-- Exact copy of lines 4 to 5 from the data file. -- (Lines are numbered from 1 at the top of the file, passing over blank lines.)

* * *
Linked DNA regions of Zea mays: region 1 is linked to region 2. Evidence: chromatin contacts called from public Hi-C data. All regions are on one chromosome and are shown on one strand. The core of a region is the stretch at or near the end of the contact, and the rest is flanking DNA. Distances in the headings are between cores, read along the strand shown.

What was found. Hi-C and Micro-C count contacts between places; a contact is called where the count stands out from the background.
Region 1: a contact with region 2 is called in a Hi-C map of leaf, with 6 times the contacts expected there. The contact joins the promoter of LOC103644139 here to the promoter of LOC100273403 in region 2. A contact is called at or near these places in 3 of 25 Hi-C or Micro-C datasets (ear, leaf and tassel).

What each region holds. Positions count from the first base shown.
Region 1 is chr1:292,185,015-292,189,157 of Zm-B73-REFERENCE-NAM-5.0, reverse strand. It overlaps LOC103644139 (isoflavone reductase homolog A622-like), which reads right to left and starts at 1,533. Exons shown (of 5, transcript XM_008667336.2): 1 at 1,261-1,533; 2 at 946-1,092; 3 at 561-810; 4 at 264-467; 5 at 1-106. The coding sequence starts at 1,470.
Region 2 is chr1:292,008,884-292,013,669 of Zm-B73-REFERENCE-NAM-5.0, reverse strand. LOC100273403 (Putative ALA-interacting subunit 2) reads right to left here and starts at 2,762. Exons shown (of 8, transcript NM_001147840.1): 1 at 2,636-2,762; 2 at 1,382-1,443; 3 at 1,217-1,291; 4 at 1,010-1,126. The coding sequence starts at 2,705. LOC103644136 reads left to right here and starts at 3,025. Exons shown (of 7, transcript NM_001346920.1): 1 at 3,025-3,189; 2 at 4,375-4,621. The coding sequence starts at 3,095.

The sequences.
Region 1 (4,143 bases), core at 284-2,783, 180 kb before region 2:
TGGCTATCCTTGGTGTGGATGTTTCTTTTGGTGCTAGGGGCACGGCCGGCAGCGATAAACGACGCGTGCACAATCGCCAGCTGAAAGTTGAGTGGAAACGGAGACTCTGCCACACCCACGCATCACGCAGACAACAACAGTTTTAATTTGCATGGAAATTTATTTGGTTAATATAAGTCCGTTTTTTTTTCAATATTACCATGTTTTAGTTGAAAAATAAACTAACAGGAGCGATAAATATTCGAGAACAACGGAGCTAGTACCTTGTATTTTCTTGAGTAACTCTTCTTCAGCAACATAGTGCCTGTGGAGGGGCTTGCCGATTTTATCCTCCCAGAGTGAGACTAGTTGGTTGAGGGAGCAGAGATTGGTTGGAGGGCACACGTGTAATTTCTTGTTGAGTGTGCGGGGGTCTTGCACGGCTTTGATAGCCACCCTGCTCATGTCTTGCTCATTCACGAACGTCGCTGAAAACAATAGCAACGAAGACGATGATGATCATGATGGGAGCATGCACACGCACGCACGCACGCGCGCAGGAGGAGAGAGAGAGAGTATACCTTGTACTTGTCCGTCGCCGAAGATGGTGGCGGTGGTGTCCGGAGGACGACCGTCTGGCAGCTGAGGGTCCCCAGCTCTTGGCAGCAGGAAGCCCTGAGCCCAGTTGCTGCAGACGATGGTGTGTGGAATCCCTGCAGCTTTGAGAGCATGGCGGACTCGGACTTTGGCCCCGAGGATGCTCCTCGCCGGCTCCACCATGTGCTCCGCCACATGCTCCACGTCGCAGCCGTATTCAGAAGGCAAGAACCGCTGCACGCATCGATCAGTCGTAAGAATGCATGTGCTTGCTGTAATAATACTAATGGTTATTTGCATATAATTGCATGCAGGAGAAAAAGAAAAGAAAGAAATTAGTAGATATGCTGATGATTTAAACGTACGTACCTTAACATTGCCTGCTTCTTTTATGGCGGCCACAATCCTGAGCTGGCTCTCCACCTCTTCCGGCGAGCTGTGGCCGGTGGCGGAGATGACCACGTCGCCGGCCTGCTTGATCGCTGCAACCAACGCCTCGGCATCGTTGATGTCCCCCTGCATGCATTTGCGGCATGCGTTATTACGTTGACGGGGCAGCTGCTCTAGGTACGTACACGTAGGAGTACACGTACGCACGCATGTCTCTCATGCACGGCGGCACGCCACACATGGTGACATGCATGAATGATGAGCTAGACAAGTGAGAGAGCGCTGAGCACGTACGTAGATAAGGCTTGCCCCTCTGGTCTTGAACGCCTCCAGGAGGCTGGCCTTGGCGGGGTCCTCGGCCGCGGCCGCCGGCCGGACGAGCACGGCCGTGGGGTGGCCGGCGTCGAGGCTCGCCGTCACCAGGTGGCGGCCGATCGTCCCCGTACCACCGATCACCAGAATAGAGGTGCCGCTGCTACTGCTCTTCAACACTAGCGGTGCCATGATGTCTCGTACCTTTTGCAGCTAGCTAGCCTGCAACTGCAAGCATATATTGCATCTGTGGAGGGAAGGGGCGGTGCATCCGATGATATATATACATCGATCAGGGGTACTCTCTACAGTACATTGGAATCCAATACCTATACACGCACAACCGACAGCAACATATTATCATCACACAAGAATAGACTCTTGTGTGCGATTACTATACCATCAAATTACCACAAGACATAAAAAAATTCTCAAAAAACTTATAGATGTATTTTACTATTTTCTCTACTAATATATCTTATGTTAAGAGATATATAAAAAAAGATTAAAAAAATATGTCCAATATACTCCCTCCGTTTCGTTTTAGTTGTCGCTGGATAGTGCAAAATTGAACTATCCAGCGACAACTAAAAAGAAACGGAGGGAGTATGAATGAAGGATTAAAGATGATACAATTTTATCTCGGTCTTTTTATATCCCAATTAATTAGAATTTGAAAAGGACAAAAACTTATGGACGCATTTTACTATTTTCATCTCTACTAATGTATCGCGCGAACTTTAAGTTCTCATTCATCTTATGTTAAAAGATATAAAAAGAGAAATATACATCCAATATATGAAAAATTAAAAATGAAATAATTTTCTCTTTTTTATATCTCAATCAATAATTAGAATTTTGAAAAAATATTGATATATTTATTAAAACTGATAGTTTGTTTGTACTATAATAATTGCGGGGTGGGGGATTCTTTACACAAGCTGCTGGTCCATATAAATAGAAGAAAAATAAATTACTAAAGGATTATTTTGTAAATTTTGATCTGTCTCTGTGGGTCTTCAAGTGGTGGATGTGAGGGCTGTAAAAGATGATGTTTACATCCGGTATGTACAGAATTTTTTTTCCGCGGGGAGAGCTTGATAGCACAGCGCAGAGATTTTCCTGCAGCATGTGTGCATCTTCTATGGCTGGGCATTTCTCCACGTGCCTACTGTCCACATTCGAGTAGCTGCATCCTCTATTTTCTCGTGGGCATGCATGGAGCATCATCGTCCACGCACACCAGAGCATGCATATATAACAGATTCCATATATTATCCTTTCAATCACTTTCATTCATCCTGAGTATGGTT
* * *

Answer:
What each region holds. Positions count from the first base shown.
Region 1 is chr1:292,185,015-292,189,157 of Zm-B73-REFERENCE-NAM-5.0, reverse strand. It overlaps LOC103644139 (isoflavone reductase homolog A622-like), which reads right to left and starts at 1,533. Exons shown (of 5, transcript XM_008667336.2): 1 at 1,261-1,533; 2 at 946-1,092; 3 at 561-810; 4 at 264-467; 5 at 1-106. The coding sequence starts at 1,470.